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Clinical Review Quiz

Cervical Cancer Screening

Peter F. Schnatz, DO, and Timothy V. Johnson, DO

Dr. Schnatz is an associate professor of obstetrics and gynecology and internal medicine, and Director of Medical Student Education, Department of Obstetrics and Gynecology, and Dr. Johnson is a resident in obstetrics and gynecology; both are at the University of Connecticut School of Medicine, Farmington, CT, and Hartford Hospital, Hartford, CT.

The questions below are based on the article
“Update on Cervical Cancer Screening”.

Choose the single best answer for each question.

1. All of the following are important risk factors for the development of cervical dysplasia EXCEPT:
  1. HIV infection
  2. Human papilloma-virus (HPV) infection
  3. Multiple sexual partners
  4. Nulliparity
  5. Smoking
Click here to compare your answer.

2. What percentage of young women with HPV infection will clear the infection within 2 years?

  1. 40%
  2. 55%
  3. 65%
  4. 70%
  5. 92%
Click here to compare your answer.

3. The Pap test with HPV testing, if done every 3 years and if both are negative, has been found to be a reliable and cost-effective method for cervical cancer screening in women who:

  1. Are at least 30 years old
  2. Are at least 21 years old
  3. Have a new cervical dysplasia
  4. Are newly diagnosed with HIV infection
  5. Have recent atypical glandular cell (AGC) cytology on Pap testing
Click here to compare your answer.

4. What follow-up is needed for a patient with atypical squamous cells of undetermined significance (ASC-US) cytology on a Pap test and a negative HPV test?

  1. Repeat HPV testing in 3 years
  2. Repeat HPV testing in 3 months
  3. No follow-up needed
  4. Repeat Pap test in 1 year
  5. Colposcopy
Click here to compare your answer .

5. Because 40% of patients with atypical squamous cells, cannot exclude high-grade dysplasia cytology on a Pap test will have cervical neoplasia grade 2 or greater on further evaluation, which of the following is a necessary component of evaluation?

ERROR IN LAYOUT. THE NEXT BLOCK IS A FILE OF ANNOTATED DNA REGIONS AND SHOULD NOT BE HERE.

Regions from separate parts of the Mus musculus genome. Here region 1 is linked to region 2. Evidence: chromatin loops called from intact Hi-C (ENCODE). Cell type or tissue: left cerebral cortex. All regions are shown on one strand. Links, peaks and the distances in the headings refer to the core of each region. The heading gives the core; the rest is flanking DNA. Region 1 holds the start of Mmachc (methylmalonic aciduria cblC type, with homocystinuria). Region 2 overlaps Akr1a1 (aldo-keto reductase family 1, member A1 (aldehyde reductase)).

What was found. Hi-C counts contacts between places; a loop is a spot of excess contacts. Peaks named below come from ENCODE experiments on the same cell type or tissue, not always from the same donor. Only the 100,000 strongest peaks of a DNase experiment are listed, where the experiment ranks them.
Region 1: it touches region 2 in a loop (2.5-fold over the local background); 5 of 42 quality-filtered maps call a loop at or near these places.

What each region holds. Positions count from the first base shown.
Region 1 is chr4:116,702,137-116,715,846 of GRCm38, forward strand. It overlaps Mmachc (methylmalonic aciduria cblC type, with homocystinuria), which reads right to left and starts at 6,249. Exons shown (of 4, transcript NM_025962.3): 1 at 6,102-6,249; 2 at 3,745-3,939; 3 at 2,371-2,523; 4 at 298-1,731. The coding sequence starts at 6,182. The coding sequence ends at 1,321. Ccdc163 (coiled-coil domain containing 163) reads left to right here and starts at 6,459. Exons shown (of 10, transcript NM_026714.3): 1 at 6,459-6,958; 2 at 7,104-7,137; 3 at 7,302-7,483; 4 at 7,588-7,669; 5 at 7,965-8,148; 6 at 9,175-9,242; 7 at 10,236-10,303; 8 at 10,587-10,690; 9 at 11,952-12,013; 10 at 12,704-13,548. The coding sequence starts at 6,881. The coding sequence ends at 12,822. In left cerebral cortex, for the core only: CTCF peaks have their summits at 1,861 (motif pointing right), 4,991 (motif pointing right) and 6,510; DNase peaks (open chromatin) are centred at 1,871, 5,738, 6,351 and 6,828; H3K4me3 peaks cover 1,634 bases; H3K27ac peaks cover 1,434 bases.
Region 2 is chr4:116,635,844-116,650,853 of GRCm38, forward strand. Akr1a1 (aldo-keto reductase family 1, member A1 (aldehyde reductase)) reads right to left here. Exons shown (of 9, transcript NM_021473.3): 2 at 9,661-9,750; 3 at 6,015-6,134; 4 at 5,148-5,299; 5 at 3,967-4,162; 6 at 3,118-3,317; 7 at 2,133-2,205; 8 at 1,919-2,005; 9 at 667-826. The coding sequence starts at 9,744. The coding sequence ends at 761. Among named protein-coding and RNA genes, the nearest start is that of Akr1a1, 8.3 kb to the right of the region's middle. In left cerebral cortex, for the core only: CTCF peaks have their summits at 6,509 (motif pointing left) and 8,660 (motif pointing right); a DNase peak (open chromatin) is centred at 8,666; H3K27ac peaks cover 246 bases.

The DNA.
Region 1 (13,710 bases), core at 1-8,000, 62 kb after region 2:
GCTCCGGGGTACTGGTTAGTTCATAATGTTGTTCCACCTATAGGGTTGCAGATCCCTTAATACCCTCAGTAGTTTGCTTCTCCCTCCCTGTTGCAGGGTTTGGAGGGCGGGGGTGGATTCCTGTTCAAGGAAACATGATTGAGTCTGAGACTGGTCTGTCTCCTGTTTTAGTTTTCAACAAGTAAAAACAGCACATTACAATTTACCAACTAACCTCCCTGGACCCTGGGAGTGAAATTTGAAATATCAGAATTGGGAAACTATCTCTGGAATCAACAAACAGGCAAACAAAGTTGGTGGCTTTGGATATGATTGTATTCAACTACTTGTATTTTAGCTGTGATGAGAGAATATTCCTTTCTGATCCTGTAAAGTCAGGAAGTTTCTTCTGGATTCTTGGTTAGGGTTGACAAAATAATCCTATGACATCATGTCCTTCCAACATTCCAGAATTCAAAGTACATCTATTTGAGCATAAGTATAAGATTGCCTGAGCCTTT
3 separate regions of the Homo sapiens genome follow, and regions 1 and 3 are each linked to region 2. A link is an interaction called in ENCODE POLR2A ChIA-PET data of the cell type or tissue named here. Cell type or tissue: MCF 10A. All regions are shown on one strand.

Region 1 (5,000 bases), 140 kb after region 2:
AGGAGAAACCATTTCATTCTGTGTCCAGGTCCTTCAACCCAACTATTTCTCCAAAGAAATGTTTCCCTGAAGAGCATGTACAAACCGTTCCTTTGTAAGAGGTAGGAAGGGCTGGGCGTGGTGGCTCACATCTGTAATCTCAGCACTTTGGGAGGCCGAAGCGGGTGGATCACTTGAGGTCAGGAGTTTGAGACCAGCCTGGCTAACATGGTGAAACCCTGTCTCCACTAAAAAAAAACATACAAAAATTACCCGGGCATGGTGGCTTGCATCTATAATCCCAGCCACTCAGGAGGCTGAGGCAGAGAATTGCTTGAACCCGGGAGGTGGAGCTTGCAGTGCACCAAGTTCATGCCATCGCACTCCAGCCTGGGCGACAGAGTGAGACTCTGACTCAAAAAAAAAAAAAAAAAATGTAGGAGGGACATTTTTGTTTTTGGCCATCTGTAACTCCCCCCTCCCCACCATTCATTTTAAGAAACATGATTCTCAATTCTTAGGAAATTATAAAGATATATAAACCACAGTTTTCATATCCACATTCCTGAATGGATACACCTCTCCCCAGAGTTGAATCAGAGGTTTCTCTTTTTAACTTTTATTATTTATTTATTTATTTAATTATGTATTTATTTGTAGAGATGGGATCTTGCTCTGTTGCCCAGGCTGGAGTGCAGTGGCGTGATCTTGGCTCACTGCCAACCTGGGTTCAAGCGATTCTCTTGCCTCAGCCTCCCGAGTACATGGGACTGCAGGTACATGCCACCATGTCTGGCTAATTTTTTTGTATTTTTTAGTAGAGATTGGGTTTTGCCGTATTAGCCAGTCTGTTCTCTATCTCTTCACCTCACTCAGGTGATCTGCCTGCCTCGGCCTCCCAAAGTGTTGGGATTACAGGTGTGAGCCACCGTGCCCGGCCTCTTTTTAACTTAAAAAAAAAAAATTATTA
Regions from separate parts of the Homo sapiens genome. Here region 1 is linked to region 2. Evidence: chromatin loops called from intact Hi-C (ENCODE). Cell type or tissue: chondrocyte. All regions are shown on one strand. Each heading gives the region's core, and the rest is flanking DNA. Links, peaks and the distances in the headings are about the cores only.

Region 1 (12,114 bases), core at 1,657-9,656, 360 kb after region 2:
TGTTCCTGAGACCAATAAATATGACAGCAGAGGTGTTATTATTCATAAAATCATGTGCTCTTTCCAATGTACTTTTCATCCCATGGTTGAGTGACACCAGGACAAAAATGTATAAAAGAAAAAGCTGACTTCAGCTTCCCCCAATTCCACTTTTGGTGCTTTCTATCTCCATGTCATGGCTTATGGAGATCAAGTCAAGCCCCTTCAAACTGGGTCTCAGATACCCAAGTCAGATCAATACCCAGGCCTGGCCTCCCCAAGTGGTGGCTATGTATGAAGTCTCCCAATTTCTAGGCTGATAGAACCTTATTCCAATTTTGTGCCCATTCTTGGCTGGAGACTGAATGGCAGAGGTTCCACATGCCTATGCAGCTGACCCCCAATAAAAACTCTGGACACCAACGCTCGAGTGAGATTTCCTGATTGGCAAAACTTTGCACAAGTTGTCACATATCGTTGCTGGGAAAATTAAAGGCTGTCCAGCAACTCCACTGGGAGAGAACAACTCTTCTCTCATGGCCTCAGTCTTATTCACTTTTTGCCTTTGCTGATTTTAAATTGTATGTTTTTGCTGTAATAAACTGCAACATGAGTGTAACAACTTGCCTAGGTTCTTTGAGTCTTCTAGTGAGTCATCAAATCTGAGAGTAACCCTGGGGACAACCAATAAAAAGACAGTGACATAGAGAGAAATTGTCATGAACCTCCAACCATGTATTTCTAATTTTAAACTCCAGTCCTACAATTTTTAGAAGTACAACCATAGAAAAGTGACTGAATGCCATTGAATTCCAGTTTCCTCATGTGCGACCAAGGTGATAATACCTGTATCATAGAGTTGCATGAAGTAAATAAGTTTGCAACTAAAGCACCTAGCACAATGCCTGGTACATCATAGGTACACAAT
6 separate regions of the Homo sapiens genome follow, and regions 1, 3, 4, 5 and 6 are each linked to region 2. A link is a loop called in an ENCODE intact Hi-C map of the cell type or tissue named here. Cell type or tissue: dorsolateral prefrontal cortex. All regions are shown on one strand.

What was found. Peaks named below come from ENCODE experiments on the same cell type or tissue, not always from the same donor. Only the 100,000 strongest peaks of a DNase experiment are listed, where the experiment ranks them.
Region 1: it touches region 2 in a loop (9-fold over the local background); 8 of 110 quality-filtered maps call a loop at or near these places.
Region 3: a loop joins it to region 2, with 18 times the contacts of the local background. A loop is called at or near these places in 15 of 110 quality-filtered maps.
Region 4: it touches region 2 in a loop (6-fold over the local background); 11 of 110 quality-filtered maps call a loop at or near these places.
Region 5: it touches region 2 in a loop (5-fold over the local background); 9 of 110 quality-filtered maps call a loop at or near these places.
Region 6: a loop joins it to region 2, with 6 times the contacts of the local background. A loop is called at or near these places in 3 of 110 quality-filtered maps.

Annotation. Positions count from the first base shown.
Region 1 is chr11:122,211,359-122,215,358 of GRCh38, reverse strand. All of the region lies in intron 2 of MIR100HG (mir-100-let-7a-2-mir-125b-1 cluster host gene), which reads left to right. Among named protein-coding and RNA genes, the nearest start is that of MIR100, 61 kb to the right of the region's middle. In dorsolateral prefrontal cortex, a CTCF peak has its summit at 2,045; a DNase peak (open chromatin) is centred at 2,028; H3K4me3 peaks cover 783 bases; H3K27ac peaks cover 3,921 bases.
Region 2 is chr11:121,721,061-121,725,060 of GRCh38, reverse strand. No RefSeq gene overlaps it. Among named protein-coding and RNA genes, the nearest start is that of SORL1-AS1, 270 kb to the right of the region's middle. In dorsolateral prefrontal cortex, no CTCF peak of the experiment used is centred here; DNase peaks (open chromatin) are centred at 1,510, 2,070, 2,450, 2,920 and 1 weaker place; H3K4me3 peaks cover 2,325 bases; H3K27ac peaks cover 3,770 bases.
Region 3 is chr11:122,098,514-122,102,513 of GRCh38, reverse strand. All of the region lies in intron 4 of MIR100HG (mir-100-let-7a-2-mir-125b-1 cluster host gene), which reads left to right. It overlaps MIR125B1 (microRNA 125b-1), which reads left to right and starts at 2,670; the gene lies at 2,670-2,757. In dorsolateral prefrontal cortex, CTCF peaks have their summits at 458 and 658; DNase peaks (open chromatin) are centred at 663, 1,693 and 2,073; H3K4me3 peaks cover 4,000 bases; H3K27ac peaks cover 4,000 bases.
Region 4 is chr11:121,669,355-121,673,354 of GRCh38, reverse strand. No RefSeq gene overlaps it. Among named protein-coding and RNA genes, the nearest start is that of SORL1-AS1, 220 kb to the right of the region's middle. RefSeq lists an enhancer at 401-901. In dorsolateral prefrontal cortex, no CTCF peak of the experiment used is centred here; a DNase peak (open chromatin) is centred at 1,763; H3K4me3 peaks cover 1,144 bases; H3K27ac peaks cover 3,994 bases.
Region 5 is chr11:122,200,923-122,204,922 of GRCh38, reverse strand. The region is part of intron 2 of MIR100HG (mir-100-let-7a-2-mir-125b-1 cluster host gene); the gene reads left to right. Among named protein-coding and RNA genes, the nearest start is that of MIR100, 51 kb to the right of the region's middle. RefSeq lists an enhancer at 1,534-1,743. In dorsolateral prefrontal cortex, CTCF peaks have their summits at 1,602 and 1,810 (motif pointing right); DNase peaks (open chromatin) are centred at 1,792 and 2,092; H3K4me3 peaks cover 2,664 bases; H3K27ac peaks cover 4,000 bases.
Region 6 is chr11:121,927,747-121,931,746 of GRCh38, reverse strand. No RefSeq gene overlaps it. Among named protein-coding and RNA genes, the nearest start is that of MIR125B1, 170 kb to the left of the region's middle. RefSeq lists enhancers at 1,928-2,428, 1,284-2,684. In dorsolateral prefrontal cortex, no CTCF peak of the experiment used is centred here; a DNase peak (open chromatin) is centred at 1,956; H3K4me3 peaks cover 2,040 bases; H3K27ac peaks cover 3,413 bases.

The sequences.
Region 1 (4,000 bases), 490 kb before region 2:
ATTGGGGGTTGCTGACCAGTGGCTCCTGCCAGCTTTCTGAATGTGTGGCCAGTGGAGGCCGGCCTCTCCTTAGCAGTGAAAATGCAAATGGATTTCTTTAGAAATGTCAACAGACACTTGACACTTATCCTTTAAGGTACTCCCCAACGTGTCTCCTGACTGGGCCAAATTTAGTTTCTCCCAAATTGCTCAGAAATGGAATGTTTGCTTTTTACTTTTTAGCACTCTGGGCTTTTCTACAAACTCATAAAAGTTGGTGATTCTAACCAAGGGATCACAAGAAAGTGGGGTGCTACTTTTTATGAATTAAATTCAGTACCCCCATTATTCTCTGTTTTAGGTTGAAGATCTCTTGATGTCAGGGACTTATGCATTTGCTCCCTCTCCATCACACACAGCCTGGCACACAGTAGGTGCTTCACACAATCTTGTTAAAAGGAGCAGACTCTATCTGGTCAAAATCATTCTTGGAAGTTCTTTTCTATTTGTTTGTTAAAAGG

1. Repeat cytology
  2. Repeat cytology with HPV test
  3. Colposcopy
  4. Colposcopy with directed biopsy
Click here to compare your answer.

6. In a 38-year-old woman with AGC-favor neoplasia cytology, the initial work-up includes all of the following EXCEPT:
  1. Colonoscopy
  2. Colposcopy with biopsy
  3. Endocervical curettage
  4. Endometrial biopsy
Click here to compare your answer.

7. In a 24-year-old woman with AGC not otherwise specified cytology, the most appropriate initial work-up includes:

  1. Colposcopy and endocervical curettage, with cervical biopsy as needed
  2. Colposcopy with cervical biopsy as needed
  3. HPV testing, triage based on HPV result
  4. Pap and HPV testing in 6 months
  5. Repeat Pap test in 6 months
Click here to compare your answer.

8. Current thought regarding the quadrivalent HPV vaccine includes all of the following EXCEPT:

  1. Ideal delivery of vaccine is before coitarche
  2. Regions with the highest rates of cervical cancer will most benefit
  3. Ethical dilemmas and cost are potential problems with vaccination
  4. The vaccine will protect against dysplasia from HPV type 31
  5. The recombinant, quadrivalent vaccine is derived from virus-like particles and has no infectious potential
Click here to compare your answer.

9. An adolescent has a Pap smear with ASC-US cytology and a positive reflex HPV test. The most appropriate next step would include any of the following EXCEPT:

  1. Colposcopy
  2. Loop electrocautery excision procedure
  3. Repeat cytology in 6 months
  4. Repeat HPV testing in 12 months
Click here to compare your answer.


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Updated 6/7/07 • kkj